Biden Admin Accuses Israeli Military of ‘Gross Abuses of Human Rights’ Pre-Oct 7

Biden Admin Accuses Israeli Military of ‘Gross Abuses of Human Rights’ Pre-Oct 7
People enjoy the warm weather outside the White House in Washington on April 28, 2024. (Kent Nishimura/Getty Images)

The Biden administration is accusing at least five Israel Defense Force (IDF) units of “gross violations of human rights” before Hamas’s Oct. 7 attacks, the State Department has announced.

In an April 29 press briefing, the State Department’s principal deputy spokesman, Vedant Patel, revealed that all the alleged violations occurred on the West Bank and predate the current war being fought between Hamas and Israel in the Gaza Strip.

“What I can say, in terms of where the process is right now, is that after a careful process, we found five Israeli units responsible for individual incidents of gross violations of human rights,” he said.

“Four of these units have effectively remediated these violations, which is what we expect partners to do. For a remaining unit, we continue to be in consultations and engagements with the Government of Israel; they have submitted additional information as it pertains to that unit.”

According to Mr. Patel, “the remediation standard is consistent and it is the same for all countries.”

At this stage, the State Department is still reviewing the information provided by the Israeli government regarding the fifth Israeli military unit. Mr. Patel said this review will influence any actions that the Biden Administration takes.

“When conclusions are made under actions that fall under the auspices of the Foreign Assistance Act, we’re required to consult with officials from the government of Israel,” he said.

“And that is ongoing; we are engaging with them in a process, and we will make an ultimate decision when it comes to that unit when that process is complete.”

Mr. Patel said that if at any point, they discover conduct that was “inconsistent with the standards that we find,” there could be a “restriction on applicable U.S. assistance.”

Leahy Law Not Off the Table

One possible restriction could be the Leahy Law, which consists of two statutory provisions prohibiting the U.S. Government from using funds to assist units of foreign security forces where credible information implicates them in human rights violations.

Over the years, the federal government has used the Leahy Law against hundreds of foreign units, including those from Mexico, Colombia, and Cambodia who were found to have broken human rights laws.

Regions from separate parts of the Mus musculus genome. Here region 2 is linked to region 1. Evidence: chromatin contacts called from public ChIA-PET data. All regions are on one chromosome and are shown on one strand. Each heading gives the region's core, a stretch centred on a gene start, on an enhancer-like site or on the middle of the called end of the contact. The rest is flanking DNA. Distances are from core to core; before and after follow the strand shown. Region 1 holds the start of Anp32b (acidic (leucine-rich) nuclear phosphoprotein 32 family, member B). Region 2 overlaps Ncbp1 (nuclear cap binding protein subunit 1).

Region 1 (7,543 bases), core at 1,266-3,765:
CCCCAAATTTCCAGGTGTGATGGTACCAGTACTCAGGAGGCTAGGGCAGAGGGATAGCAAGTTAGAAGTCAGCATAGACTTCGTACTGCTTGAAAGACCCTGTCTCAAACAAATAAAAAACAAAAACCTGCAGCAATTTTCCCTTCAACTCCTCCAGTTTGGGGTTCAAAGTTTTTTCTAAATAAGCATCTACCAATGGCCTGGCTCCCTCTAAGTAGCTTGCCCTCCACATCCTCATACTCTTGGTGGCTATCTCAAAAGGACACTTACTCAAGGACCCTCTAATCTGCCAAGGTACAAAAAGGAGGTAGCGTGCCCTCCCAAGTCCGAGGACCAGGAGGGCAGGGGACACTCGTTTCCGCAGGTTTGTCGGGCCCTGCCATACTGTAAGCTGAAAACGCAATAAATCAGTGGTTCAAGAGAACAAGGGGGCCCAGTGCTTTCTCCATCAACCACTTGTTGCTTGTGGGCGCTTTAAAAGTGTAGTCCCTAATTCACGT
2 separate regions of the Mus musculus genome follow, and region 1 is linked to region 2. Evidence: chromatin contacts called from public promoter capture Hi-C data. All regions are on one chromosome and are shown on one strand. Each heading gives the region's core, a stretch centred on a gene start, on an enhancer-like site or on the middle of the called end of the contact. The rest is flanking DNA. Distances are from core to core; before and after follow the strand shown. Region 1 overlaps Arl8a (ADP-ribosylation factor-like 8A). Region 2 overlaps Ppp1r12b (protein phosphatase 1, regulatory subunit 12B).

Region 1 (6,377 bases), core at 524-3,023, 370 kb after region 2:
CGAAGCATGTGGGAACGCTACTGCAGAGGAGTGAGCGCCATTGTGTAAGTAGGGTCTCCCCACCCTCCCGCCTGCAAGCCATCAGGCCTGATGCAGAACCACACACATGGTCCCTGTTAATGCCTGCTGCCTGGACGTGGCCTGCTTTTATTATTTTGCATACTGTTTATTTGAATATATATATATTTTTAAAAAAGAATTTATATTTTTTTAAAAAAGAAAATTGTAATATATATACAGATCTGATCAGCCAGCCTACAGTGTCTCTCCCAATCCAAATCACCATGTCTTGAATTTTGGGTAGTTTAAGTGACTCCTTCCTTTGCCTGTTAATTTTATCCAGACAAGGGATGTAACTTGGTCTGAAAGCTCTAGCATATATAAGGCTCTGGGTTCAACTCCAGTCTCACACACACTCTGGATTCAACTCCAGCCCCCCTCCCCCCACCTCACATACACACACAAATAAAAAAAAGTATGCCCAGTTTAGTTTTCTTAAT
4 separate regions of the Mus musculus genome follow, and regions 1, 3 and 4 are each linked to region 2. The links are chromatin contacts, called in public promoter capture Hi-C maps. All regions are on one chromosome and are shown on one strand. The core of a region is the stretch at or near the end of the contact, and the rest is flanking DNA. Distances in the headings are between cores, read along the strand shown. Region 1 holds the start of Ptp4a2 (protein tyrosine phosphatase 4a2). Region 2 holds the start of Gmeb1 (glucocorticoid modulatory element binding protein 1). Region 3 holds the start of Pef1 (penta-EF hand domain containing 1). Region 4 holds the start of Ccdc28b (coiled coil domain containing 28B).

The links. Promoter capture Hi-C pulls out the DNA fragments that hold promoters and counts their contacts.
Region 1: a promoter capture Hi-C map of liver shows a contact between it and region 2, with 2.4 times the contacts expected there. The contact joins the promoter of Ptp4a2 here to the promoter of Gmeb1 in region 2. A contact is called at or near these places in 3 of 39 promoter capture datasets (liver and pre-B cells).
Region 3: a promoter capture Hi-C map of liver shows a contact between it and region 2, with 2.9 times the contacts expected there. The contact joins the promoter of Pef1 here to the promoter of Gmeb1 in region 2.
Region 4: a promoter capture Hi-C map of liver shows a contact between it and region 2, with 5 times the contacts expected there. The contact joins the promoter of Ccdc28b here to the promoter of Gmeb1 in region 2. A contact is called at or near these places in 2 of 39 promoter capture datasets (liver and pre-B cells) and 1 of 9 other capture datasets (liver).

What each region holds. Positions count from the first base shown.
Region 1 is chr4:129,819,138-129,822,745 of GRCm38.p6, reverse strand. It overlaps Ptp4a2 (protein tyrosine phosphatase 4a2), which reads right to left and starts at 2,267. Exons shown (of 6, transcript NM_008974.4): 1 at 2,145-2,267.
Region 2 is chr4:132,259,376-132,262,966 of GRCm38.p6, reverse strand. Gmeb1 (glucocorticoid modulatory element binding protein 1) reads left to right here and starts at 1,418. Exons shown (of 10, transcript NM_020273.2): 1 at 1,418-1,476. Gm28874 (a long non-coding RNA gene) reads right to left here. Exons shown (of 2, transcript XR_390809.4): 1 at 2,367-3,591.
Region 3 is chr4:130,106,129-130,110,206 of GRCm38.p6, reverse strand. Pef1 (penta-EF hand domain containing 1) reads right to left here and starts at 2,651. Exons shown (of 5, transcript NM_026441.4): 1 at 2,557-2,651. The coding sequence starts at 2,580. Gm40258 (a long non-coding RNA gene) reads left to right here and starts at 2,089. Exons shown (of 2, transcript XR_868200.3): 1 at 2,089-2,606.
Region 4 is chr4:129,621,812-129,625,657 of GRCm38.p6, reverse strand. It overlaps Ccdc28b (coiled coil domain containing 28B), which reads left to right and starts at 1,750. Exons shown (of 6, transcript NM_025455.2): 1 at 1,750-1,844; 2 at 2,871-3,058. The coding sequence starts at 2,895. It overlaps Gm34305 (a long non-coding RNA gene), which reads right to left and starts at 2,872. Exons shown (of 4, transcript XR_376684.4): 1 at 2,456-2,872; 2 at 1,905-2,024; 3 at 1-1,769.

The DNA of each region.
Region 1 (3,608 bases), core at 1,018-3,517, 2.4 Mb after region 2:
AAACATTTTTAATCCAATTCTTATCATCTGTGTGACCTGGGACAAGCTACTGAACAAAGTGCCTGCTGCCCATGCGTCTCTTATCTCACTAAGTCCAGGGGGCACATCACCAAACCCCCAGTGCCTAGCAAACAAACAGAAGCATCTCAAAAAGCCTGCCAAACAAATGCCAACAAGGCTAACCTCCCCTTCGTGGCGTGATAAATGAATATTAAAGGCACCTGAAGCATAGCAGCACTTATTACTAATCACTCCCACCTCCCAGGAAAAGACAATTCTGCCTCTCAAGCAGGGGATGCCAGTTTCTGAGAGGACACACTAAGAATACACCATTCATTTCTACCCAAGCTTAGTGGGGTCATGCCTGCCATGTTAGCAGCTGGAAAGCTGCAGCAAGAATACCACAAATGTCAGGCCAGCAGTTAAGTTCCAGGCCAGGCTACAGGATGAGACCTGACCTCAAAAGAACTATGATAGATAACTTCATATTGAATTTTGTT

In this case, Mr. Patel says the administration is following the law and will only announce sanctions once the review process is complete.

“When it comes to the Leahy Law, we have a careful and very deliberate process when it comes to implementing the Leahy Law,” he said.

“And I want to reiterate what you’ve heard me, the Secretary, Matt, and others say before, which is that the same standards when it comes to the implementation—the same standards of the application of this law—applies to every country that receives U.S. security assistance.”

It has been alleged by ProPublica, citing unnamed officials, that a special State Department panel recommended Secretary of State Antony Blinken disqualify multiple Israeli military and police units from receiving U.S. aid after reviewing allegations that they committed serious human rights abuses. Mr. Blinken has not addressed the allegations publicly yet.

A White House spokesperson recently doubled down in support for Israel in its war against Hamas, declaring the independent International Criminal Court (ICC) has “no jurisdiction” over the Israel-Hamas war after high-ranking Israeli officials expressed concern about being arrested on charges. The Hague’s ICC was created over 20 years ago; however, the U.S. and Israel are not active participants.

The Epoch Times has contacted Secretary of State Antony Blinken’s office for comment.

From The Epoch Times

ntd newsletter icon
Sign up for NTD Daily
What you need to know, summarized in one email.
Stay informed with accurate news you can trust.
By registering for the newsletter, you agree to the Privacy Policy.